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Multiplying Matrices

Module by: Kenny M. Felder. E-mail the author

Summary: This module covers multiplication of matrices.

Multiplying a Row Matrix by a Column Matrix

A “row matrix” means a matrix with only one row. A “column matrix” means a matrix with only one column. When a row matrix has the same number of elements as a column matrix, they can be multiplied. So the following is a perfectly legal matrix multiplication problem:

1234x [ 10 20 30 40 ] 1234 size 12{ left [ matrix { 1 {} # 2 {} # 3 {} # 4{} } right ]} {}x[ 10 20 30 40 ]

These two matrices could not be added, of course, since their dimensions are different, but they can be multiplied. Here’s how you do it. You multiply the first (left-most) item in the row, by the first (top) item in the column. Then you do the same for the second items, and the third items, and so on. Finally, you add all these products to produce the final number.

Figure 1
A picture illustrating how to multiply a matrix. In this example a 1x4 matrix is multiplied by a 4x1 matrix.

A couple of my students (Nakisa Asefnia and Laura Parks) came up with an ingenious trick for visualizing this process. Think of the row as a dump truck, backing up to the column dumpster. When the row dumps its load, the numbers line up with the corresponding numbers in the column, like so:

Figure 2
A picture illustrating how to multiply a matrix. In this example a 1x4 matrix is multiplied by a 4x1 matrix.

So, without the trucks and dumpsters, we express the result—a row matrix, times a column matrix—like this:

[ 1 2 3 4 ] [ 10 20 30 40 ] = [ 300 ] [ 1 2 3 4 ][ 10 20 30 40 ]=[ 300 ]

There are several subtleties to note about this operation.

  • The picture is a bit deceptive, because it might appear that you are multiplying two columns. In fact, you cannot multiply a column matrix by a column matrix. We are multiplying a row matrix by a column matrix. The picture of the row matrix “dumping down” only demonstrates which numbers to multiply.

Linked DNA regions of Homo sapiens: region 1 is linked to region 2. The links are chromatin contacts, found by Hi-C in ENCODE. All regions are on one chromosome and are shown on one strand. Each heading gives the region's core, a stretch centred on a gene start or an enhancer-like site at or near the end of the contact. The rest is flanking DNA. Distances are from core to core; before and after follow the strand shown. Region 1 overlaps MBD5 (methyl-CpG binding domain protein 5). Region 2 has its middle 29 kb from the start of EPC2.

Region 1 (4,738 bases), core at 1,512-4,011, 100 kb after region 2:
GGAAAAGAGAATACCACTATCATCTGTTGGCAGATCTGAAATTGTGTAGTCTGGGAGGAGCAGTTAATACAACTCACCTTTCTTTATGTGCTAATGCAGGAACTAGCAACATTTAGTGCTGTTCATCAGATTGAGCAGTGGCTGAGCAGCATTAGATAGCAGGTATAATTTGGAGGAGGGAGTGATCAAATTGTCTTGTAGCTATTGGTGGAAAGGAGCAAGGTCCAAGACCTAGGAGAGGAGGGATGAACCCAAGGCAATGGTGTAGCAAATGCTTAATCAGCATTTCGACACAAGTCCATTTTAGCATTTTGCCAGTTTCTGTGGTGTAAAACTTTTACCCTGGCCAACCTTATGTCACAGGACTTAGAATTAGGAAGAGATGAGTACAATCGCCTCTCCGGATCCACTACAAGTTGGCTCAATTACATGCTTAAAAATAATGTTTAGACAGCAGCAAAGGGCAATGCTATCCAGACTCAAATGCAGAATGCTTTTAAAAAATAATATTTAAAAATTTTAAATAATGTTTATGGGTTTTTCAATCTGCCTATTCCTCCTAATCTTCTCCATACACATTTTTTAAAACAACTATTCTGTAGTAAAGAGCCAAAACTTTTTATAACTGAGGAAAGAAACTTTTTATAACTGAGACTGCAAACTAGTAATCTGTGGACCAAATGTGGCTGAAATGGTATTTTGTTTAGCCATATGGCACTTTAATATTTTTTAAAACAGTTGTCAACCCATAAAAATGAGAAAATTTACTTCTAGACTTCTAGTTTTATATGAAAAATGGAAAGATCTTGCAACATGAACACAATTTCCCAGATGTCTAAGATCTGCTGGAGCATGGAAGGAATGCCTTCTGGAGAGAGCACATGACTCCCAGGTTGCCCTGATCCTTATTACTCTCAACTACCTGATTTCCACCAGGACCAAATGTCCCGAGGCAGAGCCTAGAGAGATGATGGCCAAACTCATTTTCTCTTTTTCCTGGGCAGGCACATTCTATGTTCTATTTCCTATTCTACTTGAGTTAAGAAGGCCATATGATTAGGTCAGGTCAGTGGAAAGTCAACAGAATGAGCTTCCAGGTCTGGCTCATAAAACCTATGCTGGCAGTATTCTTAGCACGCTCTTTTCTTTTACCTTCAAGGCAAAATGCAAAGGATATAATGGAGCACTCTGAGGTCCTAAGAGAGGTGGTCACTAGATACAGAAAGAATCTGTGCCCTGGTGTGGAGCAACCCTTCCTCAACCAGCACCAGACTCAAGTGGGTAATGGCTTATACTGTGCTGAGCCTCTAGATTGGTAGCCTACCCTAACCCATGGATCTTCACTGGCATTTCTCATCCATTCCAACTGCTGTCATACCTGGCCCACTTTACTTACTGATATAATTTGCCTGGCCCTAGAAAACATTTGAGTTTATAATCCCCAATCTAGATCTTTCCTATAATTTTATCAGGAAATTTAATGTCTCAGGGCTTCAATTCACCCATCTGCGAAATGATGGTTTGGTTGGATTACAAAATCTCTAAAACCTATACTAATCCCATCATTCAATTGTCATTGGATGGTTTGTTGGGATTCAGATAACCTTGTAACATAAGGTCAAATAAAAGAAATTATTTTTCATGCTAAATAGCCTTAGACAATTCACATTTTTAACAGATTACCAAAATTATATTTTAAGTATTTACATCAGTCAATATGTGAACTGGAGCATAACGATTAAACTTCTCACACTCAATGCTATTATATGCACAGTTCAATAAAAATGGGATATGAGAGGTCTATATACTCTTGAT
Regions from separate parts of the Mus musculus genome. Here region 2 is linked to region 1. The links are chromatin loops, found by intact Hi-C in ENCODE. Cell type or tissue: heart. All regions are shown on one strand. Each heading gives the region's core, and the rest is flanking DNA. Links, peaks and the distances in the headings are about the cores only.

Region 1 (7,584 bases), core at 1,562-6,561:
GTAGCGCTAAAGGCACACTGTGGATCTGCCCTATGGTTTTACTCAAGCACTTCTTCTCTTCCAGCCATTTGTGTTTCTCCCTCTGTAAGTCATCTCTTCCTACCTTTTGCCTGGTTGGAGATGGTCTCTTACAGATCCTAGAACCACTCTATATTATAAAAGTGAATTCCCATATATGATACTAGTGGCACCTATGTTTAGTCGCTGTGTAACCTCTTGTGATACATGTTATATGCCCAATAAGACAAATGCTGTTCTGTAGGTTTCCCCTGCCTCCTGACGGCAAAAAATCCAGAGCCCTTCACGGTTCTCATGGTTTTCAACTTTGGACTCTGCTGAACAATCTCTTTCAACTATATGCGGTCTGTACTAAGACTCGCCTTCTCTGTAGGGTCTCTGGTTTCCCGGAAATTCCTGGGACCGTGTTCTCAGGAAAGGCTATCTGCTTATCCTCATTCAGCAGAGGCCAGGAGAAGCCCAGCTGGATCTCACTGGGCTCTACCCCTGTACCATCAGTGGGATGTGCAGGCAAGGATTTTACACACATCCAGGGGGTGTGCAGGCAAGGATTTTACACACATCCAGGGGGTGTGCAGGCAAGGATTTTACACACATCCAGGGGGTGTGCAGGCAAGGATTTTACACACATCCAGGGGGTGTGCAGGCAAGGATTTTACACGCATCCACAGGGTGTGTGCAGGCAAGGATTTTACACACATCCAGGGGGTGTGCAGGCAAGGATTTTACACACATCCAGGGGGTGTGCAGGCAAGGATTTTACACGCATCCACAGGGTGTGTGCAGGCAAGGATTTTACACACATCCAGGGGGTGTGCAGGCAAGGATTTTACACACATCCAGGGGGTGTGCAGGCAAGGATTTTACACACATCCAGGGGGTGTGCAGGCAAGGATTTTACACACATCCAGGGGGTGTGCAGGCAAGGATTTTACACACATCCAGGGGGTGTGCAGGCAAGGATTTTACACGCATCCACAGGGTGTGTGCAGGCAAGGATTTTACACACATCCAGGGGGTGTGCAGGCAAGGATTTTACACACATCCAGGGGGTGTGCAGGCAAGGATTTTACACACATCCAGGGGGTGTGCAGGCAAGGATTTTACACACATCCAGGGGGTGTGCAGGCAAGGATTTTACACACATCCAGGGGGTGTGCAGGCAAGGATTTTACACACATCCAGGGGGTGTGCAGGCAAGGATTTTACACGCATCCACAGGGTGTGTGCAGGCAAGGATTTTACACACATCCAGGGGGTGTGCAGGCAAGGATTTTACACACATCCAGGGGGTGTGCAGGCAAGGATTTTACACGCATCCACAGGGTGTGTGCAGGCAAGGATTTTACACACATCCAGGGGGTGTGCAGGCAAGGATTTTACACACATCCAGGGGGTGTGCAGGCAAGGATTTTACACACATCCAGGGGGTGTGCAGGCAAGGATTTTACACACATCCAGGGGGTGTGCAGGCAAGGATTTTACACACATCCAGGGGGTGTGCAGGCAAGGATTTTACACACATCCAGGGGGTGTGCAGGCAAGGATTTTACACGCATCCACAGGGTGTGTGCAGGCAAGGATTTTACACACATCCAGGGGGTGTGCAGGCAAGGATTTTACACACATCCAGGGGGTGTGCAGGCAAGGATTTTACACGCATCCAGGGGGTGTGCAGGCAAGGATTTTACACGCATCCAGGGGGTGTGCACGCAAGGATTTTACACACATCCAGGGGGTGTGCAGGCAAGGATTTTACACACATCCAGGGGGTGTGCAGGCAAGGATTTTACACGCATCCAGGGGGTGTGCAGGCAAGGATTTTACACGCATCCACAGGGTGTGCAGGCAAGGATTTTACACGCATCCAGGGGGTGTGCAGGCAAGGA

• The answer to this problem is not a number: it is a 1-by-1 matrix.
  • The multiplication can only be performed if the number of elements in each matrix is the same. (In this example, each matrix has 4 elements.)
  • Order matters! We are multiplying a row matrix times a column matrix, not the other way around.

It’s important to practice a few of these, and get the hang of it, before you move on.

Multiplying Matrices in General

The general algorithm for multiplying matrices is built on the row-times-column operation discussed above. Consider the following example:

1 2 3 4 5 6 7 8 9 10 11 12 1 2 3 4 5 6 7 8 9 10 11 12 size 12{ left [ matrix { 1 {} # 2 {} # 3 {} ## 4 {} # 5 {} # 6 {} ## 7 {} # 8 {} # 9 {} ## "10" {} # "11" {} # "12"{} } right ]} {} 10 40 20 50 30 60 10 40 20 50 30 60 size 12{ left [ matrix { "10" {} # "40" {} ## "20" {} # "50" {} ## "30" {} # "60"{} } right ]} {}

The key to such a problem is to think of the first matrix as a list of rows (in this case, 4 rows), and the second matrix as a list of columns (in this case, 2 columns). You are going to multiply each row in the first matrix, by each column in the second matrix. In each case, you will use the “dump truck” method illustrated above.

Start at the beginning: first row, times first column.